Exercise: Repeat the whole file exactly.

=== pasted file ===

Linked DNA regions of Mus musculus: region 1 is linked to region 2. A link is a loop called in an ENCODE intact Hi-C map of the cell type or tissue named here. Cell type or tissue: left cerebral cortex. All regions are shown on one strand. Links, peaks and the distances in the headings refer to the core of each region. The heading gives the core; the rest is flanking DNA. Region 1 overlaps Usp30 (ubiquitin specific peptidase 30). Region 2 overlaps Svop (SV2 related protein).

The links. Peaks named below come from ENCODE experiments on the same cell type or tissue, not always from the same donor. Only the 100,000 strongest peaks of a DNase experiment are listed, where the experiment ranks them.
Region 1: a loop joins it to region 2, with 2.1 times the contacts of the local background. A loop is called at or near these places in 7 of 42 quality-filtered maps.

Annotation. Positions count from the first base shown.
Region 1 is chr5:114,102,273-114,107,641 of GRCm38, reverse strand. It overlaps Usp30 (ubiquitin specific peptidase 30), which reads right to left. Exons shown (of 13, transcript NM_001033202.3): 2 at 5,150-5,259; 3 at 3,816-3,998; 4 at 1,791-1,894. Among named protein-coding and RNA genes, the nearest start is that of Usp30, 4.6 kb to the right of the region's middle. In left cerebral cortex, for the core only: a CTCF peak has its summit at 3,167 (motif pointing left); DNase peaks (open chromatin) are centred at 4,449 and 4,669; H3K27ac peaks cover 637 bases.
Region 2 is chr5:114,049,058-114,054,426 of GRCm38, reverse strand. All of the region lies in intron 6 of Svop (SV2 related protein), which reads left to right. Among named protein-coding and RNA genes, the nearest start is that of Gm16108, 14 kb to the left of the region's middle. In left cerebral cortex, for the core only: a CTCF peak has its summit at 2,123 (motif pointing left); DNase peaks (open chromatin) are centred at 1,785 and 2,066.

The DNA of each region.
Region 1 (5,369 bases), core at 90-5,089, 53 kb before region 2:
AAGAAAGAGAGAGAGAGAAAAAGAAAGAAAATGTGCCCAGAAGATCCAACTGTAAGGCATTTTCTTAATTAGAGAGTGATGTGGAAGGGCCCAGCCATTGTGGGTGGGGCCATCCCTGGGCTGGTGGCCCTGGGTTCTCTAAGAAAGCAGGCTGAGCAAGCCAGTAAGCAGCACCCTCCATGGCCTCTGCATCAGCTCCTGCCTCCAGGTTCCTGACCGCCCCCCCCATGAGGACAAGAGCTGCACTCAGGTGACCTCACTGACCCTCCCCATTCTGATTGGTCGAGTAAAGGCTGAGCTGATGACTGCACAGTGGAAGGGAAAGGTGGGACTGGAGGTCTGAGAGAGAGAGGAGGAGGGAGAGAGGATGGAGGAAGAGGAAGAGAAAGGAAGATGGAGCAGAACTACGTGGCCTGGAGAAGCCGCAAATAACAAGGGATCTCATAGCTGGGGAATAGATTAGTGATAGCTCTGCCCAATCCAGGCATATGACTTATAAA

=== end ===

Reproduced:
Linked DNA regions of Mus musculus: region 1 is linked to region 2. A link is a loop called in an ENCODE intact Hi-C map of the cell type or tissue named here. Cell type or tissue: left cerebral cortex. All regions are shown on one strand. Links, peaks and the distances in the headings refer to the core of each region. The heading gives the core; the rest is flanking DNA. Region 1 overlaps Usp30 (ubiquitin specific peptidase 30). Region 2 overlaps Svop (SV2 related protein).

The links. Peaks named below come from ENCODE experiments on the same cell type or tissue, not always from the same donor. Only the 100,000 strongest peaks of a DNase experiment are listed, where the experiment ranks them.
Region 1: a loop joins it to region 2, with 2.1 times the contacts of the local background. A loop is called at or near these places in 7 of 42 quality-filtered maps.

Annotation. Positions count from the first base shown.
Region 1 is chr5:114,102,273-114,107,641 of GRCm38, reverse strand. It overlaps Usp30 (ubiquitin specific peptidase 30), which reads right to left. Exons shown (of 13, transcript NM_001033202.3): 2 at 5,150-5,259; 3 at 3,816-3,998; 4 at 1,791-1,894. Among named protein-coding and RNA genes, the nearest start is that of Usp30, 4.6 kb to the right of the region's middle. In left cerebral cortex, for the core only: a CTCF peak has its summit at 3,167 (motif pointing left); DNase peaks (open chromatin) are centred at 4,449 and 4,669; H3K27ac peaks cover 637 bases.
Region 2 is chr5:114,049,058-114,054,426 of GRCm38, reverse strand. All of the region lies in intron 6 of Svop (SV2 related protein), which reads left to right. Among named protein-coding and RNA genes, the nearest start is that of Gm16108, 14 kb to the left of the region's middle. In left cerebral cortex, for the core only: a CTCF peak has its summit at 2,123 (motif pointing left); DNase peaks (open chromatin) are centred at 1,785 and 2,066.

The DNA of each region.
Region 1 (5,369 bases), core at 90-5,089, 53 kb before region 2:
AAGAAAGAGAGAGAGAGAAAAAGAAAGAAAATGTGCCCAGAAGATCCAACTGTAAGGCATTTTCTTAATTAGAGAGTGATGTGGAAGGGCCCAGCCATTGTGGGTGGGGCCATCCCTGGGCTGGTGGCCCTGGGTTCTCTAAGAAAGCAGGCTGAGCAAGCCAGTAAGCAGCACCCTCCATGGCCTCTGCATCAGCTCCTGCCTCCAGGTTCCTGACCGCCCCCCCCATGAGGACAAGAGCTGCACTCAGGTGACCTCACTGACCCTCCCCATTCTGATTGGTCGAGTAAAGGCTGAGCTGATGACTGCACAGTGGAAGGGAAAGGTGGGACTGGAGGTCTGAGAGAGAGAGGAGGAGGGAGAGAGGATGGAGGAAGAGGAAGAGAAAGGAAGATGGAGCAGAACTACGTGGCCTGGAGAAGCCGCAAATAACAAGGGATCTCATAGCTGGGGAATAGATTAGTGATAGCTCTGCCCAATCCAGGCATATGACTTATAAA